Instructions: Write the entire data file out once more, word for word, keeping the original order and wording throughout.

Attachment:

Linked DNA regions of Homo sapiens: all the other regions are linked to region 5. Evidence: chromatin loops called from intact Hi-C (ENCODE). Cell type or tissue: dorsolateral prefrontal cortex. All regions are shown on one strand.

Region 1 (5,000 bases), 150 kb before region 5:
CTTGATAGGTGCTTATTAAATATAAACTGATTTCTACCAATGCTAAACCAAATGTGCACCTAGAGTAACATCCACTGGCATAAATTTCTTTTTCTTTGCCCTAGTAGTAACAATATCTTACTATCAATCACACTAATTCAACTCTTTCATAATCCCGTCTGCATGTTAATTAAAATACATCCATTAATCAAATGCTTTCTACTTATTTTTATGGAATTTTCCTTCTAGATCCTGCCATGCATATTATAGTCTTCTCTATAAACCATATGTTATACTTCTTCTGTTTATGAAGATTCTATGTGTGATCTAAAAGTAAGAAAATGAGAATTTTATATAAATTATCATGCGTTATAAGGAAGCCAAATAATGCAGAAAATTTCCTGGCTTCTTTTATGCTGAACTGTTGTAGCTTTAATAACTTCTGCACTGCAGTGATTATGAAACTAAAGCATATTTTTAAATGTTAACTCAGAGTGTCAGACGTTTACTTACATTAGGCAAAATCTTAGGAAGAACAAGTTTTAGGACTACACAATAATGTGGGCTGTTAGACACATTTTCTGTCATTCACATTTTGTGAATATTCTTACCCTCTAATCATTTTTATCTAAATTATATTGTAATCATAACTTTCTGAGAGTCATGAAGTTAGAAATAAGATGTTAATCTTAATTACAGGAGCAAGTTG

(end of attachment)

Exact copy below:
Linked DNA regions of Homo sapiens: all the other regions are linked to region 5. Evidence: chromatin loops called from intact Hi-C (ENCODE). Cell type or tissue: dorsolateral prefrontal cortex. All regions are shown on one strand.

Region 1 (5,000 bases), 150 kb before region 5:
CTTGATAGGTGCTTATTAAATATAAACTGATTTCTACCAATGCTAAACCAAATGTGCACCTAGAGTAACATCCACTGGCATAAATTTCTTTTTCTTTGCCCTAGTAGTAACAATATCTTACTATCAATCACACTAATTCAACTCTTTCATAATCCCGTCTGCATGTTAATTAAAATACATCCATTAATCAAATGCTTTCTACTTATTTTTATGGAATTTTCCTTCTAGATCCTGCCATGCATATTATAGTCTTCTCTATAAACCATATGTTATACTTCTTCTGTTTATGAAGATTCTATGTGTGATCTAAAAGTAAGAAAATGAGAATTTTATATAAATTATCATGCGTTATAAGGAAGCCAAATAATGCAGAAAATTTCCTGGCTTCTTTTATGCTGAACTGTTGTAGCTTTAATAACTTCTGCACTGCAGTGATTATGAAACTAAAGCATATTTTTAAATGTTAACTCAGAGTGTCAGACGTTTACTTACATTAGGCAAAATCTTAGGAAGAACAAGTTTTAGGACTACACAATAATGTGGGCTGTTAGACACATTTTCTGTCATTCACATTTTGTGAATATTCTTACCCTCTAATCATTTTTATCTAAATTATATTGTAATCATAACTTTCTGAGAGTCATGAAGTTAGAAATAAGATGTTAATCTTAATTACAGGAGCAAGTTG